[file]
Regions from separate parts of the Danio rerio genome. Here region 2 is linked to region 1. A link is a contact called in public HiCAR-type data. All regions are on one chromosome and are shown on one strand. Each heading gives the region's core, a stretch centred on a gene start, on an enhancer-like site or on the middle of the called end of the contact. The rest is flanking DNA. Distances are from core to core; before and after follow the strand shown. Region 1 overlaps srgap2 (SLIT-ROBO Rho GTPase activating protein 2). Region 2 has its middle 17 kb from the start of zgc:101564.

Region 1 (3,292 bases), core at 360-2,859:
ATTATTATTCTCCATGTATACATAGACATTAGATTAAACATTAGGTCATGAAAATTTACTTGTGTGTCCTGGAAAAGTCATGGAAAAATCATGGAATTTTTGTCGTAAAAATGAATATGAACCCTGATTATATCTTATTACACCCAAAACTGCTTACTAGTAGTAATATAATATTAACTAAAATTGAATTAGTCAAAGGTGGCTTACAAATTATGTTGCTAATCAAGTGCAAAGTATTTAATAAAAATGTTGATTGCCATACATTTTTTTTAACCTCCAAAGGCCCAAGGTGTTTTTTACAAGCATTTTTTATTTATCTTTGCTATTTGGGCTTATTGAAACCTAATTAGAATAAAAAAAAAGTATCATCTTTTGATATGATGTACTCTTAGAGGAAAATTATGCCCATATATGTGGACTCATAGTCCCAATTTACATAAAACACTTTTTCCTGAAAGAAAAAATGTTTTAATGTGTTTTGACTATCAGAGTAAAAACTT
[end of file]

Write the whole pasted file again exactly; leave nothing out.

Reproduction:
Regions from separate parts of the Danio rerio genome. Here region 2 is linked to region 1. A link is a contact called in public HiCAR-type data. All regions are on one chromosome and are shown on one strand. Each heading gives the region's core, a stretch centred on a gene start, on an enhancer-like site or on the middle of the called end of the contact. The rest is flanking DNA. Distances are from core to core; before and after follow the strand shown. Region 1 overlaps srgap2 (SLIT-ROBO Rho GTPase activating protein 2). Region 2 has its middle 17 kb from the start of zgc:101564.

Region 1 (3,292 bases), core at 360-2,859:
ATTATTATTCTCCATGTATACATAGACATTAGATTAAACATTAGGTCATGAAAATTTACTTGTGTGTCCTGGAAAAGTCATGGAAAAATCATGGAATTTTTGTCGTAAAAATGAATATGAACCCTGATTATATCTTATTACACCCAAAACTGCTTACTAGTAGTAATATAATATTAACTAAAATTGAATTAGTCAAAGGTGGCTTACAAATTATGTTGCTAATCAAGTGCAAAGTATTTAATAAAAATGTTGATTGCCATACATTTTTTTTAACCTCCAAAGGCCCAAGGTGTTTTTTACAAGCATTTTTTATTTATCTTTGCTATTTGGGCTTATTGAAACCTAATTAGAATAAAAAAAAAGTATCATCTTTTGATATGATGTACTCTTAGAGGAAAATTATGCCCATATATGTGGACTCATAGTCCCAATTTACATAAAACACTTTTTCCTGAAAGAAAAAATGTTTTAATGTGTTTTGACTATCAGAGTAAAAACTT